Because we all know what it means, right, that she "dressed older than her age" and "would hang out with teenage boys?" New York Times, you must be aware that that's code for "she was asking for it?" And that by printing this statement without drawing any critical attention to it, you're suggesting it could be true?
Also, did I mention yet that we're talking about an eleven-year-old girl, which makes your perpetuation of the "she asked for it" myth even more reprehensible (though please note, it would be reprehensible regardless of her age)?
The "asking for it" suggestion is especially troublesome in an article that also contains the choice words: "The case has rocked this East Texas community to its core and left many residents in the working-class neighborhood where the attack took place with unanswered questions. Among them is, if the allegations are proved, how could their young men have been drawn into such an act?"
Drawn into? Seriously?
And if that weren't already offensive enough, this line, which, please note, is in reference to the mother of the victim: "'Where was her mother? What was her mother thinking?' said Ms. Harrison, one of a handful of neighbors who would speak on the record."
How was this article allowed to print? Do we really need the New York Times perpetuating the myth that a rape victim is in any way responsible for being raped? And suggesting that her mother was somehow responsible? Eighteen young men forced an eleven-year-old girl to take her clothes off, threatened to beat her if she didn't, then raped her, then circulated footage, recorded on cell phone cameras, around school, and this is how the New York Times sees fit to report it? How did those poor boys ever get drawn in? Here's another actual line from the article: “'It’s just destroyed our community,' said Sheila Harrison, 48, a hospital worker who says she knows several of the defendants. 'These boys have to live with this the rest of their lives.'”
I think my head is going to explode.
The only reason any of these statements would have been print-worthy, relevant, or appropriate is if this article were an exposé on a few people in this town who have really f***ed up ideas about who is responsible when eighteen young men have gang-raped an eleven-year-old girl, the rapists or the victim.
Badly done, New York Times.
ETA at 10:44pm: A lot of people on the internets are writing about this dreadful reporting job; here are a few links. I confess I haven't read them yet (sorry, leaving for Germany reeeeeeally soon) but they seem worth checking out:
- From Mother Jones: The New York Times' Rape-Friendly Reporting
- From Salon: The New York Times' Sloppy, Slanted Child Rape Story
- From the American Prospect: Sympathy for the Rapist
- From Jezebel: Media Blows It with Pathetic Gang Rape Coverage
Monday, March 7, 2011
I am thrilled to report that I now have my German tour schedule to share. (ETA: the readings will be in both English and German, alternating. I will read the English. I will not read the German!)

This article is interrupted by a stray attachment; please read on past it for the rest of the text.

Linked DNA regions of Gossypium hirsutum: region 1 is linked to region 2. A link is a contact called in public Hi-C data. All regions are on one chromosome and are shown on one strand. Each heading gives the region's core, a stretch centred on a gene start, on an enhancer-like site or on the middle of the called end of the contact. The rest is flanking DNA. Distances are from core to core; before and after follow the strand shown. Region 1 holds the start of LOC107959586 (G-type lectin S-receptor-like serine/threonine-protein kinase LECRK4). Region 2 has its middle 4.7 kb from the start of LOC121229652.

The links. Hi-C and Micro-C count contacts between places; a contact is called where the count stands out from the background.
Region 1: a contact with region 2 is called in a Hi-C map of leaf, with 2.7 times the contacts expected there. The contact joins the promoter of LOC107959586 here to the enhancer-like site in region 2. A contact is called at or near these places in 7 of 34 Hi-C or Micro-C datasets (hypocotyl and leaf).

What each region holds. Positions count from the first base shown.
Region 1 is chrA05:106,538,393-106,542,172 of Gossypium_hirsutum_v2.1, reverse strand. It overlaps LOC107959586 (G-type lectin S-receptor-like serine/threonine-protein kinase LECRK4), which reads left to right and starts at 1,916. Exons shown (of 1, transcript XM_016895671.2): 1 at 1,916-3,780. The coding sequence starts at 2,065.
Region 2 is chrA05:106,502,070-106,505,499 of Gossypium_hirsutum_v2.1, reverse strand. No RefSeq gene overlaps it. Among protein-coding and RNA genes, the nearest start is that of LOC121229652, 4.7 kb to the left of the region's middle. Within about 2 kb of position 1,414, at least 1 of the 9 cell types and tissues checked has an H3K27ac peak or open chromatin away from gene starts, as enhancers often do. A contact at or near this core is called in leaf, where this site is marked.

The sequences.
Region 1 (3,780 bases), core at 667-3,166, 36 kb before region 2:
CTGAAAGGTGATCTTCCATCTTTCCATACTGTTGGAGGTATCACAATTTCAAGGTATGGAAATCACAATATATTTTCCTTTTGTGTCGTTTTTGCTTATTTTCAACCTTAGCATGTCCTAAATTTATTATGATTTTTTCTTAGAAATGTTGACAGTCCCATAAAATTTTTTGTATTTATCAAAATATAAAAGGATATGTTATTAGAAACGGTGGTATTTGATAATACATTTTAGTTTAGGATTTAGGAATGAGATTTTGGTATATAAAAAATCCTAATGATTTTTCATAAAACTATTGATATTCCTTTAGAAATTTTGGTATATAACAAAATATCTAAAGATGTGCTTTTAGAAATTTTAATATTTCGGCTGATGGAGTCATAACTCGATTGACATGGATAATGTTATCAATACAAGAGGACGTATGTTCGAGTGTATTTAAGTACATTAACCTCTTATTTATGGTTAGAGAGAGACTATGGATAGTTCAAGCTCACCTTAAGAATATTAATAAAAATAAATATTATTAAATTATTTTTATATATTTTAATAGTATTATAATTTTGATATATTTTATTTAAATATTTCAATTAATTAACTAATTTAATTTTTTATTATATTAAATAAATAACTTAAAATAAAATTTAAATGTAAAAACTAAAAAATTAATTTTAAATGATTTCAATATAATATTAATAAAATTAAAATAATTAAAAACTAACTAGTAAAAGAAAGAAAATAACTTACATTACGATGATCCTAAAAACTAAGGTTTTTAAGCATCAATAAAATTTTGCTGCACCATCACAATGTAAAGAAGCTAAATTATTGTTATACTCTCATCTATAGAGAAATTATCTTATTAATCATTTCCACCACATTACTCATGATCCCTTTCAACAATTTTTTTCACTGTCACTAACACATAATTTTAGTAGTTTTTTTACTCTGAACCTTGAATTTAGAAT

Monday, March 14: Hamburg
Reading at Allee-Theater, Max-Brauer-Allee 76, Hamburg
Tuesday, March 15: Erfurt
Reading at bookstore Buchhandlung Peterknecht, Anger 28, 99084 Erfurt
Wednesday, March 16: Gustavsburg
Reading at Buch- und Kulturzentrum Villa Herrmann, Mozartstraße 3, 65462 Gustavsburg
Wednesday, March 16: Rüsselsheim
Reading at bookstore Bücherhaus Jansen, Marktstraße 10 -14, 65428 Rüsselsheim
Thursday, March 17: Coburg
Reading at bookstore Riemann'sche Hofbuchhandlung, Markt 9, 96450 Coburg
Friday, March 18 – Saturday, March 19: Leipzig Book Fair
Interviews, readings, meeting fans, stuff and things
Saturday, March 19: Leipzig
Reading at the Moritzbastei in the city
I've got lots more I want to say, but I'm leaving for Germany in a few days and I DESPERATELY NEED TO GO DO STUFF. So. Happy Monday, everyone.
Thursday, March 3, 2011
If you've ever built IKEA furniture (or looked at the instructions), I bet these instructions for building Stonehenge will make you laugh. :o) Thanks, R.
After finishing Jhumpa Lahiri's Unaccustomed Earth, I wandered around feeling bereft for a few hours, discovered that all the Lahiri at my library was out, then ended up at my local bookstore, where I bought her first story collection, Interpreter of Maladies. I had no idea, until I got to the end of this book, that one of my favorite stories ever is actually by Jhumpa Lahiri: "The Third and Final Continent." I know this story because it's on my iPod, from an ancient CD of the fabulous PRI radio show Selected Shorts, which I used to listen to when I was living in Austin and OH GOOD HEAVENS I just noticed that it's still running and I can subscribe to the podcast. This show is basically talented people reading good short stories. I listened to "The Third and Final Continent" for the first time when I was on an airplane once. I don't remember where I was going, but I remember that I was terrified. I could not have stumbled upon a better story to give me courage in that moment. Anyway. Here's the CD I found it on -- maybe your library has it :o).
I have more stuff I want to talk about, but no time, so I'll sign off. With maturity. *thbbbbpppt*
(Oh, also, Germany! 14-19 March, I expect to be in Hamburg, Erfurt, Frankfurt, Coburg, and finally at the Leipzig Book Fair, but don't have the exact details yet. I promise to post them as soon as I have them.)